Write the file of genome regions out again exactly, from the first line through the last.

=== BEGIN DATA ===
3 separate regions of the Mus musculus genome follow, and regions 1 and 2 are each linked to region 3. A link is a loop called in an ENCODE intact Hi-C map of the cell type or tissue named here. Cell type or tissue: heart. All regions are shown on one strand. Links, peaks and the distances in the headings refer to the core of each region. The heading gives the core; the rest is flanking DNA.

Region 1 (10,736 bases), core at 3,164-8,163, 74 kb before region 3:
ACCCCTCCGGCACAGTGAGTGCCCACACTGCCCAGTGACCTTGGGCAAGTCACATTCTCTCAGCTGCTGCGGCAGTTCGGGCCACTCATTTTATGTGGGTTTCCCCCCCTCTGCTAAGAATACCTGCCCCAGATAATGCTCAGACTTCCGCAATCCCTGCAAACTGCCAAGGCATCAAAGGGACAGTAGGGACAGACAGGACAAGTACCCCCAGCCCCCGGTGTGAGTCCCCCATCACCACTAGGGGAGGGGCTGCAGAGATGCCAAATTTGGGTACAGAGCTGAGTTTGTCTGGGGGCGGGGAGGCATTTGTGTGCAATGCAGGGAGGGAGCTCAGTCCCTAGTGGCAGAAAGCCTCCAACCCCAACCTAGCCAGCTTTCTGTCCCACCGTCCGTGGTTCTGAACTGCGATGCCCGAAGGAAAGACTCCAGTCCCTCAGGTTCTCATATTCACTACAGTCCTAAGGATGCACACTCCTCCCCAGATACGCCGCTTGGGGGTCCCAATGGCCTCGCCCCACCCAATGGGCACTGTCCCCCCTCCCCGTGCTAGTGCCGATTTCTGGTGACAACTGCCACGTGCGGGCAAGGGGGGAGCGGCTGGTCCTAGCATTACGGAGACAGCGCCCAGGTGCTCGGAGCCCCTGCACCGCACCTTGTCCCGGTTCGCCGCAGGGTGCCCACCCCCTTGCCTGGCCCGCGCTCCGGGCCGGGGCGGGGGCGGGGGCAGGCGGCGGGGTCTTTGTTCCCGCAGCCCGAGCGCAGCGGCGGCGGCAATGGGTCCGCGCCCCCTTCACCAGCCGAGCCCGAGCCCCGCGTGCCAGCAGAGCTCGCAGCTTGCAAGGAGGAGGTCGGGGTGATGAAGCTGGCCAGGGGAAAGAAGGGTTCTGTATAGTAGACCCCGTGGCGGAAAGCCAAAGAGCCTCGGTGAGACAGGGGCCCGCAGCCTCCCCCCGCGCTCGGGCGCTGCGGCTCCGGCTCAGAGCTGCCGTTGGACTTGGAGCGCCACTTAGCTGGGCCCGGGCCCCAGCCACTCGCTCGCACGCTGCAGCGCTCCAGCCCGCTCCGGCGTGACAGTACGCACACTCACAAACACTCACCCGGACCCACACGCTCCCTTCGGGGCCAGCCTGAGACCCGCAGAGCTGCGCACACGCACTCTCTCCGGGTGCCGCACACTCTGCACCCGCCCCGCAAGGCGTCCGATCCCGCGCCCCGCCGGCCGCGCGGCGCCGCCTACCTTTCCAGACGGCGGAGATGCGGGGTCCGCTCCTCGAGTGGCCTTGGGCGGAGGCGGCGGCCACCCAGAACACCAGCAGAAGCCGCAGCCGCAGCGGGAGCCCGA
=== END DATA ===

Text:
3 separate regions of the Mus musculus genome follow, and regions 1 and 2 are each linked to region 3. A link is a loop called in an ENCODE intact Hi-C map of the cell type or tissue named here. Cell type or tissue: heart. All regions are shown on one strand. Links, peaks and the distances in the headings refer to the core of each region. The heading gives the core; the rest is flanking DNA.

Region 1 (10,736 bases), core at 3,164-8,163, 74 kb before region 3:
ACCCCTCCGGCACAGTGAGTGCCCACACTGCCCAGTGACCTTGGGCAAGTCACATTCTCTCAGCTGCTGCGGCAGTTCGGGCCACTCATTTTATGTGGGTTTCCCCCCCTCTGCTAAGAATACCTGCCCCAGATAATGCTCAGACTTCCGCAATCCCTGCAAACTGCCAAGGCATCAAAGGGACAGTAGGGACAGACAGGACAAGTACCCCCAGCCCCCGGTGTGAGTCCCCCATCACCACTAGGGGAGGGGCTGCAGAGATGCCAAATTTGGGTACAGAGCTGAGTTTGTCTGGGGGCGGGGAGGCATTTGTGTGCAATGCAGGGAGGGAGCTCAGTCCCTAGTGGCAGAAAGCCTCCAACCCCAACCTAGCCAGCTTTCTGTCCCACCGTCCGTGGTTCTGAACTGCGATGCCCGAAGGAAAGACTCCAGTCCCTCAGGTTCTCATATTCACTACAGTCCTAAGGATGCACACTCCTCCCCAGATACGCCGCTTGGGGGTCCCAATGGCCTCGCCCCACCCAATGGGCACTGTCCCCCCTCCCCGTGCTAGTGCCGATTTCTGGTGACAACTGCCACGTGCGGGCAAGGGGGGAGCGGCTGGTCCTAGCATTACGGAGACAGCGCCCAGGTGCTCGGAGCCCCTGCACCGCACCTTGTCCCGGTTCGCCGCAGGGTGCCCACCCCCTTGCCTGGCCCGCGCTCCGGGCCGGGGCGGGGGCGGGGGCAGGCGGCGGGGTCTTTGTTCCCGCAGCCCGAGCGCAGCGGCGGCGGCAATGGGTCCGCGCCCCCTTCACCAGCCGAGCCCGAGCCCCGCGTGCCAGCAGAGCTCGCAGCTTGCAAGGAGGAGGTCGGGGTGATGAAGCTGGCCAGGGGAAAGAAGGGTTCTGTATAGTAGACCCCGTGGCGGAAAGCCAAAGAGCCTCGGTGAGACAGGGGCCCGCAGCCTCCCCCCGCGCTCGGGCGCTGCGGCTCCGGCTCAGAGCTGCCGTTGGACTTGGAGCGCCACTTAGCTGGGCCCGGGCCCCAGCCACTCGCTCGCACGCTGCAGCGCTCCAGCCCGCTCCGGCGTGACAGTACGCACACTCACAAACACTCACCCGGACCCACACGCTCCCTTCGGGGCCAGCCTGAGACCCGCAGAGCTGCGCACACGCACTCTCTCCGGGTGCCGCACACTCTGCACCCGCCCCGCAAGGCGTCCGATCCCGCGCCCCGCCGGCCGCGCGGCGCCGCCTACCTTTCCAGACGGCGGAGATGCGGGGTCCGCTCCTCGAGTGGCCTTGGGCGGAGGCGGCGGCCACCCAGAACACCAGCAGAAGCCGCAGCCGCAGCGGGAGCCCGA